“It is well known that we are producing far less housing in Massachusetts than needed to sustain our state's economic growth," said Clark Ziegler, MHP’s executive director.  "This new data shows that we are squandering land on large house lots and missing opportunities every day to provide more housing while preserving open space and respecting our New England character.”

The MHP-MIT analysis follows a November 2005 MHP-commissioned study by economist Edward Moscovitch that estimated that Massachusetts could reduce its land consumption and cut home prices by $100,000 if it adopted tighter smart growth zoning patterns. 

Moscovitch, president of Cape Ann Economics, found that if development in the Rt. 128-495 corridor followed the national smart growth pattern of .25 acres per unit, it would be possible to cut vacant land consumption almost in half and drive down average home prices in 2003 dollars from $400,000 per unit to $293,000. For more on that study, click here.

The MHP-MIT analysis also examined all recent multi-family condominium and rental units.  The amount of land each multi-family dwelling consumed was considerably less than for single-family housing, with the median multifamily unit consuming an eighth of an acre as opposed to nine-tenths of an acre per unit for single-family detached housing.  This number partially reflects the higher-density multi-family dwellings built in the more urban and historical dense communities inside of Route 128. Outside Route 128, the median amount of land used for multifamily construction was one-fifth of an acre per unit . 
The study notes only one out of four communities outside Route 128 had any multi-family developments of five or more units during the period 1998-2002.  The study also finds that condo developments account for considerably more land use per unit than rental apartments.  This is particularly striking outside of Route 128, where the new median condo consumed one-third of an acre, compared to one-tenth of an acre for the median apartment..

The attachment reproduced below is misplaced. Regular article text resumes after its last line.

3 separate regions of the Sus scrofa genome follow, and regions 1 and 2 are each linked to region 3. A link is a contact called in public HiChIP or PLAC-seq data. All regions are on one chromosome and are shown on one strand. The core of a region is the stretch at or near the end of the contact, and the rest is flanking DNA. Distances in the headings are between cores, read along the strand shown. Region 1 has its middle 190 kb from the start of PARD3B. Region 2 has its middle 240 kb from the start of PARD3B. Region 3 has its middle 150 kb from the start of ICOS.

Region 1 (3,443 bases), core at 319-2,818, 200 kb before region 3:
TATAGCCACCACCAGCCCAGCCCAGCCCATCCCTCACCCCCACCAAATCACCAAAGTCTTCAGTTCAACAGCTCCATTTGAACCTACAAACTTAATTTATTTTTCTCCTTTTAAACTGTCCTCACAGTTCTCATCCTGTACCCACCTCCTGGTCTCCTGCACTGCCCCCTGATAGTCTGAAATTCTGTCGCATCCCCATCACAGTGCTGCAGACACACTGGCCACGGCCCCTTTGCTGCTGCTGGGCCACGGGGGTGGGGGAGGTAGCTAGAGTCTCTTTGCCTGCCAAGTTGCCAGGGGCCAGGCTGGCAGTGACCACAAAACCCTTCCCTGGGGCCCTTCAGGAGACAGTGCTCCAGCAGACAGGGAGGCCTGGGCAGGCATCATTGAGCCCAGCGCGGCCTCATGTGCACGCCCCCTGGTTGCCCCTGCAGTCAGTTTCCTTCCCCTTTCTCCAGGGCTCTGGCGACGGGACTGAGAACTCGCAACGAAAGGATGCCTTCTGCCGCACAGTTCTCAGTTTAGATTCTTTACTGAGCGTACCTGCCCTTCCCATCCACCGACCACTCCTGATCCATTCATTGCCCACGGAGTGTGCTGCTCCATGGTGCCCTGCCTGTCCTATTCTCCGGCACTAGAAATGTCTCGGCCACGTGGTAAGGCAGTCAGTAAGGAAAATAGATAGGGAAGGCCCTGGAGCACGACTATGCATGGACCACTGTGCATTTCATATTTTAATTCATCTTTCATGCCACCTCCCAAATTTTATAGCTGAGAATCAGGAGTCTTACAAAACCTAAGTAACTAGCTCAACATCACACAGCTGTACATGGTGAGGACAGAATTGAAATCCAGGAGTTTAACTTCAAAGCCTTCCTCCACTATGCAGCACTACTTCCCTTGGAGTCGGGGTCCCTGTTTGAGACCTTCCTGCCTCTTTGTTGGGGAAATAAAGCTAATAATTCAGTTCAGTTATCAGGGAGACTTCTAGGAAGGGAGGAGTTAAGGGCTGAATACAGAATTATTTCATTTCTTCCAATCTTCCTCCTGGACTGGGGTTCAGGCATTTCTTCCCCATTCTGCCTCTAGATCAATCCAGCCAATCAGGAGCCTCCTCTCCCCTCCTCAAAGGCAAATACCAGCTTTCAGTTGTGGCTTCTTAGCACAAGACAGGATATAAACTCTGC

To view maps that illustrate Greater Boston’s increased land consumption for housing, and related studies on land consumption and housing affordability, go to www.mhp.net or web.mit.edu/cre.  Also available soon on MIT’s website are maps of recent development for each town in the metropolitan area.  These maps show, for each town, the location, size, and type (single-family, condo, rental) of all individual housing units recently built.  These maps and the statistics drawn from then will be updated annually, and are available free of charge to the public.

For more information, contact MHP's Ruston F. Lodi at (617)330-9944 x227 or Henry O. Pollakowski of MIT's Center for Real Estate at (617) 253-3703.